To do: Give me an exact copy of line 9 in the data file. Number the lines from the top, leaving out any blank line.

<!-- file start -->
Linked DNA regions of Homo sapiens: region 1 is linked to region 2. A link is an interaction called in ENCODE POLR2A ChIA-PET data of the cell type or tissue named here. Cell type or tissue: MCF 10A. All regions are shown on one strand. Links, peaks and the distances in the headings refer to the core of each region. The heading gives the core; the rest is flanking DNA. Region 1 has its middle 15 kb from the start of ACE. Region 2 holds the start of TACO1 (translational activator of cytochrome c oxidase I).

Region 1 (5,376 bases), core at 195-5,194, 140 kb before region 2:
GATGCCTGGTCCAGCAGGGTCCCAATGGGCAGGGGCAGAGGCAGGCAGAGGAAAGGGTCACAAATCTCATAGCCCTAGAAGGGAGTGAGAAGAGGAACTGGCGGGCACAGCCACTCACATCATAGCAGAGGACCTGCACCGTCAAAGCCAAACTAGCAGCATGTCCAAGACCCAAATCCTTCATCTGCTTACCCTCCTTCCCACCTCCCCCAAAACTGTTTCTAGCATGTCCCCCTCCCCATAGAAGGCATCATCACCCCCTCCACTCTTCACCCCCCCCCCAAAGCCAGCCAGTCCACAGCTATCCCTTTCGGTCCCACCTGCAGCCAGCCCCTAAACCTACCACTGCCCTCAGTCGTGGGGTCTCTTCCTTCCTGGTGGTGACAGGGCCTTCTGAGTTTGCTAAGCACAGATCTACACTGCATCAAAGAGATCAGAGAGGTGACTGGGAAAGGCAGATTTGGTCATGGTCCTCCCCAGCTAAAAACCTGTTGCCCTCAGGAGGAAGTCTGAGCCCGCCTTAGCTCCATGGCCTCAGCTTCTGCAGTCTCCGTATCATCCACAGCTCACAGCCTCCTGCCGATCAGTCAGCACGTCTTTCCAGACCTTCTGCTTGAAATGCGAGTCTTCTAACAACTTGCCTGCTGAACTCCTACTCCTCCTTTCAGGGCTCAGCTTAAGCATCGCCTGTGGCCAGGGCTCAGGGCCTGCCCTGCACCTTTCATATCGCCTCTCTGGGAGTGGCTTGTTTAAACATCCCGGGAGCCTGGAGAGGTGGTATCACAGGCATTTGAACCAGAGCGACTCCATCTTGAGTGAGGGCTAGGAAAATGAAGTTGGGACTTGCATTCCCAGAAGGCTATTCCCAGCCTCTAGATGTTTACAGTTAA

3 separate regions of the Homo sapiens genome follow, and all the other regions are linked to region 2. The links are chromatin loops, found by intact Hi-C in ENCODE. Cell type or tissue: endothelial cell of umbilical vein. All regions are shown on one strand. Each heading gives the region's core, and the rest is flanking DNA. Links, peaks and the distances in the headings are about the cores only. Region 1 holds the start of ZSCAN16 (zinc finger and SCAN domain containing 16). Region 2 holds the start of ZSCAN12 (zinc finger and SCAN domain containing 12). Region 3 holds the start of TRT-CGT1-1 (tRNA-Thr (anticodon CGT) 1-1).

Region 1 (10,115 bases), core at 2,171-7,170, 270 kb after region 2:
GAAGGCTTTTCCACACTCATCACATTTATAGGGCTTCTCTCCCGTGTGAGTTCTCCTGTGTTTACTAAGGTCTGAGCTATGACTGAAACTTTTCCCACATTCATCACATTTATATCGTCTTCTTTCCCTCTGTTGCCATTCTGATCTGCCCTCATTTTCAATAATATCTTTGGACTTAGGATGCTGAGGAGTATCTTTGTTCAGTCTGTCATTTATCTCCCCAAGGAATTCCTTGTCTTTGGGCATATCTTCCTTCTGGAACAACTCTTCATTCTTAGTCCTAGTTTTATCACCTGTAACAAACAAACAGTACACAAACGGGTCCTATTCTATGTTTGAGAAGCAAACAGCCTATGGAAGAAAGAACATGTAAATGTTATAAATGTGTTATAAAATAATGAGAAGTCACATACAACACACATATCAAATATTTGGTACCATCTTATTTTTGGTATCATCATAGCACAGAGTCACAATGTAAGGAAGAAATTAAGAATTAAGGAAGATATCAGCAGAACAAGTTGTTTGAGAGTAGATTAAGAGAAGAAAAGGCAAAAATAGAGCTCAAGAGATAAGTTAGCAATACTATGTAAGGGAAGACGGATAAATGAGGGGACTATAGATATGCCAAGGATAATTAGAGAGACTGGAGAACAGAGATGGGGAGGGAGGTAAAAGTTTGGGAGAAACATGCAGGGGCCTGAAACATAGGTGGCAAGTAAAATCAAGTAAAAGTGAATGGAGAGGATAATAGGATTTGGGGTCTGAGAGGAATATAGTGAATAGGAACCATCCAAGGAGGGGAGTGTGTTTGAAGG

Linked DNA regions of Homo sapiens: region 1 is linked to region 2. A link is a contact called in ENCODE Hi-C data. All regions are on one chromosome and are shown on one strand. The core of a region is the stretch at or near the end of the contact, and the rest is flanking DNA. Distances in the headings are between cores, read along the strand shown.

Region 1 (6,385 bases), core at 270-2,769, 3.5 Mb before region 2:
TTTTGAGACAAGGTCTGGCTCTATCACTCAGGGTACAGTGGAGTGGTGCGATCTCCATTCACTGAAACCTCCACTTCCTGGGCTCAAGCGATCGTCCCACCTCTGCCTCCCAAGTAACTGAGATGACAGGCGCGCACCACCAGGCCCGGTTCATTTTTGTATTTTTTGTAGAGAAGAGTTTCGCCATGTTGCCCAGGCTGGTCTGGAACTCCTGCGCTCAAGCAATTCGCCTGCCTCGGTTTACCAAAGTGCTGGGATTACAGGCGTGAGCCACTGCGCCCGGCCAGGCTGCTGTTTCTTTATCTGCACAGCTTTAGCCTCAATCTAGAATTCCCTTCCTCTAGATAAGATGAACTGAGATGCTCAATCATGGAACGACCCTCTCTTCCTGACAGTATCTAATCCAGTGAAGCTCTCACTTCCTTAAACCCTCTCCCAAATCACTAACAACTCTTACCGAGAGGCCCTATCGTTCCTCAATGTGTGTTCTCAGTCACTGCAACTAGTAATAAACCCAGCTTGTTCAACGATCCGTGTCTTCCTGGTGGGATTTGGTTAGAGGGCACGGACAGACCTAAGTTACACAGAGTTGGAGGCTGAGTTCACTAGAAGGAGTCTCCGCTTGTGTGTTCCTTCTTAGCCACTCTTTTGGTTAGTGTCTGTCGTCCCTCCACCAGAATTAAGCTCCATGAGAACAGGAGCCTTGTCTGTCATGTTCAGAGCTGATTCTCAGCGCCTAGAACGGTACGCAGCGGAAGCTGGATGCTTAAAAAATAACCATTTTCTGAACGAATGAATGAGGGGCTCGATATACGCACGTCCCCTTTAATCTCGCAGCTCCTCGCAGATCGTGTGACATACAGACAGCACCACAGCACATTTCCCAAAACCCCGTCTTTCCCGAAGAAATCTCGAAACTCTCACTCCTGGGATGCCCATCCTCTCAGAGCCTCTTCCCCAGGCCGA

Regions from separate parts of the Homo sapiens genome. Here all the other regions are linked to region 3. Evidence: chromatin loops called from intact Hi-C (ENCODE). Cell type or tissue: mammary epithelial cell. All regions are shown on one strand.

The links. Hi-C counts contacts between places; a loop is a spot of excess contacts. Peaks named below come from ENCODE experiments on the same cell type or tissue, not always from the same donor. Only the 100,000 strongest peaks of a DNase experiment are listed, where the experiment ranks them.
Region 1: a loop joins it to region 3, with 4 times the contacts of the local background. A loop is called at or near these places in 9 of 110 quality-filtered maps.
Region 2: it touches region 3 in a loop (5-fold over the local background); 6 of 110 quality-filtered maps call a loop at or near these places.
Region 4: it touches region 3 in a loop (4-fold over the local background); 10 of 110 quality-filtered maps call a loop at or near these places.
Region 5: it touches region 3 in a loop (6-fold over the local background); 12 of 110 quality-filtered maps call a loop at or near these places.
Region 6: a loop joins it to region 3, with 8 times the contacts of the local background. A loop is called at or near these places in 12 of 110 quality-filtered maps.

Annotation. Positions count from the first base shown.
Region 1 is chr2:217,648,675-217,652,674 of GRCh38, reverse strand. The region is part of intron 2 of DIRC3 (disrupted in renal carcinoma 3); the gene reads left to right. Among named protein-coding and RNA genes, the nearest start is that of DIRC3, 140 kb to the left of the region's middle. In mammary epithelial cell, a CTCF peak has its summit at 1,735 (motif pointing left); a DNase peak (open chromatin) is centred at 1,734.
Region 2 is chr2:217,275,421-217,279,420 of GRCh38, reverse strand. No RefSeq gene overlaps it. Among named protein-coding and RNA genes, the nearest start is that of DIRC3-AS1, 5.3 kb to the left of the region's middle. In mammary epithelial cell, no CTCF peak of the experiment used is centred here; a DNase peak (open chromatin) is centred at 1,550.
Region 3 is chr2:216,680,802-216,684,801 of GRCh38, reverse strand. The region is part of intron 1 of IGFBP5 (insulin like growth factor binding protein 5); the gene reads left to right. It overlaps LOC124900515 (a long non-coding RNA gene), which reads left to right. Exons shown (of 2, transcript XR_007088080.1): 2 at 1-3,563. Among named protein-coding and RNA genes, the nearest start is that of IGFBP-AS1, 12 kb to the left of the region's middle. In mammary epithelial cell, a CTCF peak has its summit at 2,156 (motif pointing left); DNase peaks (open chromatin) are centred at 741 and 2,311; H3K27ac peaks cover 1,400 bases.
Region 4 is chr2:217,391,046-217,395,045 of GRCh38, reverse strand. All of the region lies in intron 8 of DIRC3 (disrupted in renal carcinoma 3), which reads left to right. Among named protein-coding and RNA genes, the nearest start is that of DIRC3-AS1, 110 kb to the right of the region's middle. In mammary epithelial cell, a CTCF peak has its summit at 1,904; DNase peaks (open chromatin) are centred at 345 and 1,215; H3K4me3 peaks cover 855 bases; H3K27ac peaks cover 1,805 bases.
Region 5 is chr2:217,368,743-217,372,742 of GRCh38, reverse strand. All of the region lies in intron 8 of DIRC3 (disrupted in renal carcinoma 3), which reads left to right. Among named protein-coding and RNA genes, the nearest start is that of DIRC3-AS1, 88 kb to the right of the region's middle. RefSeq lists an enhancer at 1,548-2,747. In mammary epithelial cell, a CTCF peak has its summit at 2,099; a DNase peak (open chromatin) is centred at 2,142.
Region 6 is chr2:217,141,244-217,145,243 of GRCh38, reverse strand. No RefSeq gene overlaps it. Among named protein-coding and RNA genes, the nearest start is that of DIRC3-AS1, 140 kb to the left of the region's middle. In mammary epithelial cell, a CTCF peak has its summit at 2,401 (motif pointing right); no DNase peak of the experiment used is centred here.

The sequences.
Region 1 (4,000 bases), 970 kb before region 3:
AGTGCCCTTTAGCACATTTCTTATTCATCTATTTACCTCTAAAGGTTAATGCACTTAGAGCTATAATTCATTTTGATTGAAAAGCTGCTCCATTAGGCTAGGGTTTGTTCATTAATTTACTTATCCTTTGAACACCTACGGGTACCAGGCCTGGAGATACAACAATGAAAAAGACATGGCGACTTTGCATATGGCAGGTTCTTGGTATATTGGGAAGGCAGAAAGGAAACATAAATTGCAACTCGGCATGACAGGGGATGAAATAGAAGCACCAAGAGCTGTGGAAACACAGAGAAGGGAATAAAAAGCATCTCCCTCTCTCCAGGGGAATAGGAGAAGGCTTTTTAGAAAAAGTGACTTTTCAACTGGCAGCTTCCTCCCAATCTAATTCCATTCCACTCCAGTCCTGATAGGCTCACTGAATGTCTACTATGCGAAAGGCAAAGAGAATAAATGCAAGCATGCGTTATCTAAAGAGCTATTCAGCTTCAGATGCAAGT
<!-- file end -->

TTTTGAGACAAGGTCTGGCTCTATCACTCAGGGTACAGTGGAGTGGTGCGATCTCCATTCACTGAAACCTCCACTTCCTGGGCTCAAGCGATCGTCCCACCTCTGCCTCCCAAGTAACTGAGATGACAGGCGCGCACCACCAGGCCCGGTTCATTTTTGTATTTTTTGTAGAGAAGAGTTTCGCCATGTTGCCCAGGCTGGTCTGGAACTCCTGCGCTCAAGCAATTCGCCTGCCTCGGTTTACCAAAGTGCTGGGATTACAGGCGTGAGCCACTGCGCCCGGCCAGGCTGCTGTTTCTTTATCTGCACAGCTTTAGCCTCAATCTAGAATTCCCTTCCTCTAGATAAGATGAACTGAGATGCTCAATCATGGAACGACCCTCTCTTCCTGACAGTATCTAATCCAGTGAAGCTCTCACTTCCTTAAACCCTCTCCCAAATCACTAACAACTCTTACCGAGAGGCCCTATCGTTCCTCAATGTGTGTTCTCAGTCACTGCAACTAGTAATAAACCCAGCTTGTTCAACGATCCGTGTCTTCCTGGTGGGATTTGGTTAGAGGGCACGGACAGACCTAAGTTACACAGAGTTGGAGGCTGAGTTCACTAGAAGGAGTCTCCGCTTGTGTGTTCCTTCTTAGCCACTCTTTTGGTTAGTGTCTGTCGTCCCTCCACCAGAATTAAGCTCCATGAGAACAGGAGCCTTGTCTGTCATGTTCAGAGCTGATTCTCAGCGCCTAGAACGGTACGCAGCGGAAGCTGGATGCTTAAAAAATAACCATTTTCTGAACGAATGAATGAGGGGCTCGATATACGCACGTCCCCTTTAATCTCGCAGCTCCTCGCAGATCGTGTGACATACAGACAGCACCACAGCACATTTCCCAAAACCCCGTCTTTCCCGAAGAAATCTCGAAACTCTCACTCCTGGGATGCCCATCCTCTCAGAGCCTCTTCCCCAGGCCGA